When did happiness go out of fashion?

Never forget you are amazing

Happiness has been my go-to conversation piece when drunk for about the last month. As soon as I hit that third glass of wine tipping point, whoever I’m out with gets gifted a drunken Runawaykiwi preaching about happiness – apologies to everyone caught up in the ramble. Rather than continue to piss off my friends, I thought I would write something hopefully more coherent on this little old blog of mine.

I’m not quite sure if it is social media, the stage in life I’m in (late 20’s for anyone asking) or the language of modern marketing imprinting itself on my brain; at the moment we only speak in bests and worsts. It’s no longer ok to be just simply happy, now you need to be living in a constant state of ecstasy or alternatively be a tight ball of misery in order to fit in with the crowd.

I am really happy at the moment. God writing that felt like declaring a political statement. It’s not that I am an overnight Zoella, have been promoted to CEO or am suddenly getting married; I’m just getting enough sleep, have been doing some fun London stuff, drinking a lot of coffee and have actually managed to catch up with my friends. Not earth shattering, but I’m smiling and content. And yet this happiness is quite simply not something you hear about very often. It is partially because you are sensitive to others emotions and don’t want to rub happiness in the face of someone who is struggling, but it is mostly because stressed is the new normal.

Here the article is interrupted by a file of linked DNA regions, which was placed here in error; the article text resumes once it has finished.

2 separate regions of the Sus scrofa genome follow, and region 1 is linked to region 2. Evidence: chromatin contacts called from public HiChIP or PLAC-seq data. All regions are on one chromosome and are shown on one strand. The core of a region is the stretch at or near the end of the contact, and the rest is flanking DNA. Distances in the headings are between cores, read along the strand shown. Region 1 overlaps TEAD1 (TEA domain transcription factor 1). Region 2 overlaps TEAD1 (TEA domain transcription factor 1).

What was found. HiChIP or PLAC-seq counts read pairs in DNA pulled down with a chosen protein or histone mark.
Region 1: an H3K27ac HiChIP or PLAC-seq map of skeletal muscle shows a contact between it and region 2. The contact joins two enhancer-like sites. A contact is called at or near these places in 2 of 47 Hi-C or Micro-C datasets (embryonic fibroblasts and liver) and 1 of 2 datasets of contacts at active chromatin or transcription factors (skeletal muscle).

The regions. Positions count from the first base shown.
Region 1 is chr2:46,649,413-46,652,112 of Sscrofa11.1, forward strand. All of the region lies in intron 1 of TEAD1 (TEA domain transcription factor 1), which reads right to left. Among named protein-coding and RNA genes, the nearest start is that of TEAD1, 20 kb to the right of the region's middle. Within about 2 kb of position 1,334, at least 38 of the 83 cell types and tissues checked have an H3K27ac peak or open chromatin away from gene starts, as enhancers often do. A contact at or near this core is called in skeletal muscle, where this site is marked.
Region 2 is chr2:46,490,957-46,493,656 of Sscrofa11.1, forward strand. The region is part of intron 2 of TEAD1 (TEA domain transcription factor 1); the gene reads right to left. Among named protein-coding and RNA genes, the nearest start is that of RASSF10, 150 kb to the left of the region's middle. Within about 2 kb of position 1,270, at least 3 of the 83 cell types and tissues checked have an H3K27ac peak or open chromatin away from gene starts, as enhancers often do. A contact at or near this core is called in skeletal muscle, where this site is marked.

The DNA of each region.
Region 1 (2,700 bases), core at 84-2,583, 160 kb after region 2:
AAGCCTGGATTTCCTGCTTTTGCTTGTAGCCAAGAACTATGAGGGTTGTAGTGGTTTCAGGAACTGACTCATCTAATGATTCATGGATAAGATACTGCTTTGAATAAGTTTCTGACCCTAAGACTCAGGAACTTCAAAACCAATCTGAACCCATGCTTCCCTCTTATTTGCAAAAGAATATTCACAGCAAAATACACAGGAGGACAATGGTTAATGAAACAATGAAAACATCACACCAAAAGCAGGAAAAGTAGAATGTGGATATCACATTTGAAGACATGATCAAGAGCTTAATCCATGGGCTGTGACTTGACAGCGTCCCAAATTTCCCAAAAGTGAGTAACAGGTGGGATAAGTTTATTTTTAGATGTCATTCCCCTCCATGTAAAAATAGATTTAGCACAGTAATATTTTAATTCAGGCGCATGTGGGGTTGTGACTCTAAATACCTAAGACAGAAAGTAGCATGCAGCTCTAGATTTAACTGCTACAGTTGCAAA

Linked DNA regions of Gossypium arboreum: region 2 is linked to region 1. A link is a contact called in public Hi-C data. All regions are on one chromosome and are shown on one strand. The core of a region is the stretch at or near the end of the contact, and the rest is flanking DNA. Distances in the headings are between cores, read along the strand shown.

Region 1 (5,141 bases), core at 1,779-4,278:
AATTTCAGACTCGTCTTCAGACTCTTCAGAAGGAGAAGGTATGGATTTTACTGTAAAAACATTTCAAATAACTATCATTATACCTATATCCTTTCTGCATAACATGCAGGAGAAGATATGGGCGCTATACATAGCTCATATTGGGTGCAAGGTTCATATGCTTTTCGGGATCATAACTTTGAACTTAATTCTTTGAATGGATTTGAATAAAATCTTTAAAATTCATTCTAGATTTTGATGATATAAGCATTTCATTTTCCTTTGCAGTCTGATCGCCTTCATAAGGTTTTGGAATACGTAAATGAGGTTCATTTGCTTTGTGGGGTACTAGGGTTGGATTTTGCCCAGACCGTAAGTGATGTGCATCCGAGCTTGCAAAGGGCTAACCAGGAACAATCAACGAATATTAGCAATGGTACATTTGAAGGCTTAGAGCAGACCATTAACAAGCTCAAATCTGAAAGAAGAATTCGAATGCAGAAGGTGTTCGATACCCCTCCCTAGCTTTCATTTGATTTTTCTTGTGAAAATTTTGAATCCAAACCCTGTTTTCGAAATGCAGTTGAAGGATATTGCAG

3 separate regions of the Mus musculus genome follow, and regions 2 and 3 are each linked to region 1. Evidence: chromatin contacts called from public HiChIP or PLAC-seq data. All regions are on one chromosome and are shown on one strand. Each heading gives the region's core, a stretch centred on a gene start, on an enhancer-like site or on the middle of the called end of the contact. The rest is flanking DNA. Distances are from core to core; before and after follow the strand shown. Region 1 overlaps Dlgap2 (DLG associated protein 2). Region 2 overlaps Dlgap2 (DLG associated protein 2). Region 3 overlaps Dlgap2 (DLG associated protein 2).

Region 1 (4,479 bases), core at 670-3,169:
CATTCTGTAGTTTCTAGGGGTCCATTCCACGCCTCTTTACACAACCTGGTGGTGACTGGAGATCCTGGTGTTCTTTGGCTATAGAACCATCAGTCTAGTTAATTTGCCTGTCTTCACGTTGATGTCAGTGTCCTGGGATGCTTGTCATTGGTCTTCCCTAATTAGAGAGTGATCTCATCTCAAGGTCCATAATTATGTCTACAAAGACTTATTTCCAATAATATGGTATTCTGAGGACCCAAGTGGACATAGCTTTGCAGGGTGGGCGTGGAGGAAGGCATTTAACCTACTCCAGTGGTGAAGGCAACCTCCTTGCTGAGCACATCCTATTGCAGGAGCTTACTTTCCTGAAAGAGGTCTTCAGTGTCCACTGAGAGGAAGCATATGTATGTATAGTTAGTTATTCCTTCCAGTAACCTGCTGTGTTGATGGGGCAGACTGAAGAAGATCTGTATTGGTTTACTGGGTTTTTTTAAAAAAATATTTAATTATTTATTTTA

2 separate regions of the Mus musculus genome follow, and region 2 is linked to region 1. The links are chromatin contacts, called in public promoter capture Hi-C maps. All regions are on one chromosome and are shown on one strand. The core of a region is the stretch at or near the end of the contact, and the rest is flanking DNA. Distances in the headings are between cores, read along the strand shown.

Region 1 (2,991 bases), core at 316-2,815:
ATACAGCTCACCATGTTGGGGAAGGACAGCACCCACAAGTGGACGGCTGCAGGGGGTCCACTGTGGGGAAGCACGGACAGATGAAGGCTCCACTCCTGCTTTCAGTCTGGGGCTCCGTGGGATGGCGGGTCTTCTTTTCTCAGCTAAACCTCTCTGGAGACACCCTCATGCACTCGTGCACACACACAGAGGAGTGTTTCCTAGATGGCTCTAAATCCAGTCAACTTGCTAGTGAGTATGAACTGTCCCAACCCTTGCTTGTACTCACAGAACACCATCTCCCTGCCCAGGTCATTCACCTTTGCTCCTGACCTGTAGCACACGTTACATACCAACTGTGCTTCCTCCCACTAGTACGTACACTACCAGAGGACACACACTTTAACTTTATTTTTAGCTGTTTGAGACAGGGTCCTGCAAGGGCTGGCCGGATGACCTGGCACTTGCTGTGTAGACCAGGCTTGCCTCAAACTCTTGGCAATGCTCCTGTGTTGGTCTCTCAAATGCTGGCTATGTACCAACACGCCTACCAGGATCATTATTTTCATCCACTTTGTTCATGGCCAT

The biggest issue I have with this best/worst mentality is that it is a self-fulfilling prophesy. Think back to the last time someone asked how you were, I would put money on your reply going something along the lines of “I’m so stressed and/or tired/shattered”…and it might be have been true. The problem is the more you say it, the more you reduce your emotional rainbow down to those two negative emotions, and after a while you don’t even bother to think about how you actually feel, you automatically go straight to stressed. You begin to forget that stressed and tired are just temporary states of being, you forget that they do not identify you.

I listened to this being discussed on the Being Boss podcast and their suggestion was to add a positive twist to the end of your automatic reaction; change “I’m so stressed” to “I’m busy but loving it”. I’m not sure that works for every situation, sometimes you are just stressed to all hell. But identifying the bigger picture really can work. This week in particular it’s too reductionist to say “I’m stressed”, instead it could be “I’m so excited for Christmas and I want to get all this work finished before the break”. It’s not “I’m stressed” its “I’ve got a big project and its taking up a lot of my energy”. Or hell, it’s not “I’m stressed” it could even be “I’m great”. Turns out just like complaining about teachers and homework made you cool in high school, being stressed makes you fit in at work.

Motivational quotes on my wall